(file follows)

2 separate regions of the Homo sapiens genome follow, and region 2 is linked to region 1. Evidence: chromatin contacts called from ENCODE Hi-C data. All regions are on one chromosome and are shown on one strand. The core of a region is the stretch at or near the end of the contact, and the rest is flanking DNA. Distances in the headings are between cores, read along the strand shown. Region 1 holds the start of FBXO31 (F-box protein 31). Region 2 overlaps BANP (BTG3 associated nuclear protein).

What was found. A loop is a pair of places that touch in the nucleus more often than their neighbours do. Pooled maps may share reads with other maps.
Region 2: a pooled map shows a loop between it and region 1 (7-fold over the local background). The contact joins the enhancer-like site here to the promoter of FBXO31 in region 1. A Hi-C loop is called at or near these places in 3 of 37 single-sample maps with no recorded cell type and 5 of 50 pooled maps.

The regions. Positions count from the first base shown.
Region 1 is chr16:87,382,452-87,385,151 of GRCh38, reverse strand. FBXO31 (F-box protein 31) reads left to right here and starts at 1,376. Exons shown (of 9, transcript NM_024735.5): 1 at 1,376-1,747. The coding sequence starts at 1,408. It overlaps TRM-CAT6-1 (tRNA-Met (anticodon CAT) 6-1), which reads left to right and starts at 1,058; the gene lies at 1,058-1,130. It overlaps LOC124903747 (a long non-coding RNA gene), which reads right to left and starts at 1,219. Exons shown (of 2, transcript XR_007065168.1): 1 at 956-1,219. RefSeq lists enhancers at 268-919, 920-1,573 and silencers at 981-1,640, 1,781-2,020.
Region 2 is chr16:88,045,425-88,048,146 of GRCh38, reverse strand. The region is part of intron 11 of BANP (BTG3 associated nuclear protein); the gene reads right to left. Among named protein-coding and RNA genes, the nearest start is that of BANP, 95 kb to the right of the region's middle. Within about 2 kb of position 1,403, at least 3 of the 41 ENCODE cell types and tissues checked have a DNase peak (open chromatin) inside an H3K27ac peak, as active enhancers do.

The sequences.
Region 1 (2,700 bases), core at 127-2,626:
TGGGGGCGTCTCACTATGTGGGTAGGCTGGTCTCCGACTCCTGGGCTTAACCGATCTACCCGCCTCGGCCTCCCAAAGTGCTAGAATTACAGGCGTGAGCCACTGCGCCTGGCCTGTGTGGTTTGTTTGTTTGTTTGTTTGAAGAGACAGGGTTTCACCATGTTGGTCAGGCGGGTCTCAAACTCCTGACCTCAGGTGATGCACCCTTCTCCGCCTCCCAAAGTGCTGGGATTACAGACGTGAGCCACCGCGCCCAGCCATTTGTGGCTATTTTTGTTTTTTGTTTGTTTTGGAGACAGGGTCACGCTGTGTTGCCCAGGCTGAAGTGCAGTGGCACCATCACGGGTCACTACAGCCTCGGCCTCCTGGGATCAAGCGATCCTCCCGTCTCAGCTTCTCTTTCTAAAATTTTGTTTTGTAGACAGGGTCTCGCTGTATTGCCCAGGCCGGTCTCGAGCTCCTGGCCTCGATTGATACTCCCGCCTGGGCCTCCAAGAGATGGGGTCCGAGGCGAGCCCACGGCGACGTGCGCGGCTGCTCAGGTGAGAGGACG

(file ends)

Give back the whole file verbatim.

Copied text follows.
2 separate regions of the Homo sapiens genome follow, and region 2 is linked to region 1. Evidence: chromatin contacts called from ENCODE Hi-C data. All regions are on one chromosome and are shown on one strand. The core of a region is the stretch at or near the end of the contact, and the rest is flanking DNA. Distances in the headings are between cores, read along the strand shown. Region 1 holds the start of FBXO31 (F-box protein 31). Region 2 overlaps BANP (BTG3 associated nuclear protein).

What was found. A loop is a pair of places that touch in the nucleus more often than their neighbours do. Pooled maps may share reads with other maps.
Region 2: a pooled map shows a loop between it and region 1 (7-fold over the local background). The contact joins the enhancer-like site here to the promoter of FBXO31 in region 1. A Hi-C loop is called at or near these places in 3 of 37 single-sample maps with no recorded cell type and 5 of 50 pooled maps.

The regions. Positions count from the first base shown.
Region 1 is chr16:87,382,452-87,385,151 of GRCh38, reverse strand. FBXO31 (F-box protein 31) reads left to right here and starts at 1,376. Exons shown (of 9, transcript NM_024735.5): 1 at 1,376-1,747. The coding sequence starts at 1,408. It overlaps TRM-CAT6-1 (tRNA-Met (anticodon CAT) 6-1), which reads left to right and starts at 1,058; the gene lies at 1,058-1,130. It overlaps LOC124903747 (a long non-coding RNA gene), which reads right to left and starts at 1,219. Exons shown (of 2, transcript XR_007065168.1): 1 at 956-1,219. RefSeq lists enhancers at 268-919, 920-1,573 and silencers at 981-1,640, 1,781-2,020.
Region 2 is chr16:88,045,425-88,048,146 of GRCh38, reverse strand. The region is part of intron 11 of BANP (BTG3 associated nuclear protein); the gene reads right to left. Among named protein-coding and RNA genes, the nearest start is that of BANP, 95 kb to the right of the region's middle. Within about 2 kb of position 1,403, at least 3 of the 41 ENCODE cell types and tissues checked have a DNase peak (open chromatin) inside an H3K27ac peak, as active enhancers do.

The sequences.
Region 1 (2,700 bases), core at 127-2,626:
TGGGGGCGTCTCACTATGTGGGTAGGCTGGTCTCCGACTCCTGGGCTTAACCGATCTACCCGCCTCGGCCTCCCAAAGTGCTAGAATTACAGGCGTGAGCCACTGCGCCTGGCCTGTGTGGTTTGTTTGTTTGTTTGTTTGAAGAGACAGGGTTTCACCATGTTGGTCAGGCGGGTCTCAAACTCCTGACCTCAGGTGATGCACCCTTCTCCGCCTCCCAAAGTGCTGGGATTACAGACGTGAGCCACCGCGCCCAGCCATTTGTGGCTATTTTTGTTTTTTGTTTGTTTTGGAGACAGGGTCACGCTGTGTTGCCCAGGCTGAAGTGCAGTGGCACCATCACGGGTCACTACAGCCTCGGCCTCCTGGGATCAAGCGATCCTCCCGTCTCAGCTTCTCTTTCTAAAATTTTGTTTTGTAGACAGGGTCTCGCTGTATTGCCCAGGCCGGTCTCGAGCTCCTGGCCTCGATTGATACTCCCGCCTGGGCCTCCAAGAGATGGGGTCCGAGGCGAGCCCACGGCGACGTGCGCGGCTGCTCAGGTGAGAGGACG